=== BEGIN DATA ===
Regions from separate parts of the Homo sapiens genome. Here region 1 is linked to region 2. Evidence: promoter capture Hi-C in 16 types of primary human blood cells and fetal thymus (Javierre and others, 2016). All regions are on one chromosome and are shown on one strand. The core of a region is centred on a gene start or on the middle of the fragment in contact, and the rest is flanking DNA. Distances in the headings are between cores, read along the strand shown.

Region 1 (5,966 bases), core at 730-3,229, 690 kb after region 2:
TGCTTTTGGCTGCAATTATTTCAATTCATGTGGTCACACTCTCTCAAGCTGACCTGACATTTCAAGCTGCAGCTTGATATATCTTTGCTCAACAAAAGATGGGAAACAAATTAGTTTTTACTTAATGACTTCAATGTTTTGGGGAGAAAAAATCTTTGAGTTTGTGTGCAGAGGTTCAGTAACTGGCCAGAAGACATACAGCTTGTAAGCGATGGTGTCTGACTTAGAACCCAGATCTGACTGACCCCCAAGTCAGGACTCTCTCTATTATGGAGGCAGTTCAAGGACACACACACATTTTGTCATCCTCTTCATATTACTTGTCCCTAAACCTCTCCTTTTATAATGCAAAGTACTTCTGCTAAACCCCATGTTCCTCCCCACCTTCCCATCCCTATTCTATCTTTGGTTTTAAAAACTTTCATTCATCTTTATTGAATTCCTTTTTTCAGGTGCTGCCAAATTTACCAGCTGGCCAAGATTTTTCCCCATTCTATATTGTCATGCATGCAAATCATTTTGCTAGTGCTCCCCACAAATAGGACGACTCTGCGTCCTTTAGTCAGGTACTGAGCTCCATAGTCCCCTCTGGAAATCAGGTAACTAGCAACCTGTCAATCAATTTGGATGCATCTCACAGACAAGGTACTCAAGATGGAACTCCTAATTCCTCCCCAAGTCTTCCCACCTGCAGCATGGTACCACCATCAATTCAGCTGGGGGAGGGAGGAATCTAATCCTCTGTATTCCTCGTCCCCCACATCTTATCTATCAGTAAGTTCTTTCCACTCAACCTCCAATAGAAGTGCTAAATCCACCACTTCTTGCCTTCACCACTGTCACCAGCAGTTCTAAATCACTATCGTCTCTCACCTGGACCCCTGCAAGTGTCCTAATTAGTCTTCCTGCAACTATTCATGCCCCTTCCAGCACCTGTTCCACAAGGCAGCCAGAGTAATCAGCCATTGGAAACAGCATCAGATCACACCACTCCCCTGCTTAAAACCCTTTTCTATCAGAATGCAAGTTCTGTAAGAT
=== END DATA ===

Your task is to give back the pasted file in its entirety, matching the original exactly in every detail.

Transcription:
Regions from separate parts of the Homo sapiens genome. Here region 1 is linked to region 2. Evidence: promoter capture Hi-C in 16 types of primary human blood cells and fetal thymus (Javierre and others, 2016). All regions are on one chromosome and are shown on one strand. The core of a region is centred on a gene start or on the middle of the fragment in contact, and the rest is flanking DNA. Distances in the headings are between cores, read along the strand shown.

Region 1 (5,966 bases), core at 730-3,229, 690 kb after region 2:
TGCTTTTGGCTGCAATTATTTCAATTCATGTGGTCACACTCTCTCAAGCTGACCTGACATTTCAAGCTGCAGCTTGATATATCTTTGCTCAACAAAAGATGGGAAACAAATTAGTTTTTACTTAATGACTTCAATGTTTTGGGGAGAAAAAATCTTTGAGTTTGTGTGCAGAGGTTCAGTAACTGGCCAGAAGACATACAGCTTGTAAGCGATGGTGTCTGACTTAGAACCCAGATCTGACTGACCCCCAAGTCAGGACTCTCTCTATTATGGAGGCAGTTCAAGGACACACACACATTTTGTCATCCTCTTCATATTACTTGTCCCTAAACCTCTCCTTTTATAATGCAAAGTACTTCTGCTAAACCCCATGTTCCTCCCCACCTTCCCATCCCTATTCTATCTTTGGTTTTAAAAACTTTCATTCATCTTTATTGAATTCCTTTTTTCAGGTGCTGCCAAATTTACCAGCTGGCCAAGATTTTTCCCCATTCTATATTGTCATGCATGCAAATCATTTTGCTAGTGCTCCCCACAAATAGGACGACTCTGCGTCCTTTAGTCAGGTACTGAGCTCCATAGTCCCCTCTGGAAATCAGGTAACTAGCAACCTGTCAATCAATTTGGATGCATCTCACAGACAAGGTACTCAAGATGGAACTCCTAATTCCTCCCCAAGTCTTCCCACCTGCAGCATGGTACCACCATCAATTCAGCTGGGGGAGGGAGGAATCTAATCCTCTGTATTCCTCGTCCCCCACATCTTATCTATCAGTAAGTTCTTTCCACTCAACCTCCAATAGAAGTGCTAAATCCACCACTTCTTGCCTTCACCACTGTCACCAGCAGTTCTAAATCACTATCGTCTCTCACCTGGACCCCTGCAAGTGTCCTAATTAGTCTTCCTGCAACTATTCATGCCCCTTCCAGCACCTGTTCCACAAGGCAGCCAGAGTAATCAGCCATTGGAAACAGCATCAGATCACACCACTCCCCTGCTTAAAACCCTTTTCTATCAGAATGCAAGTTCTGTAAGAT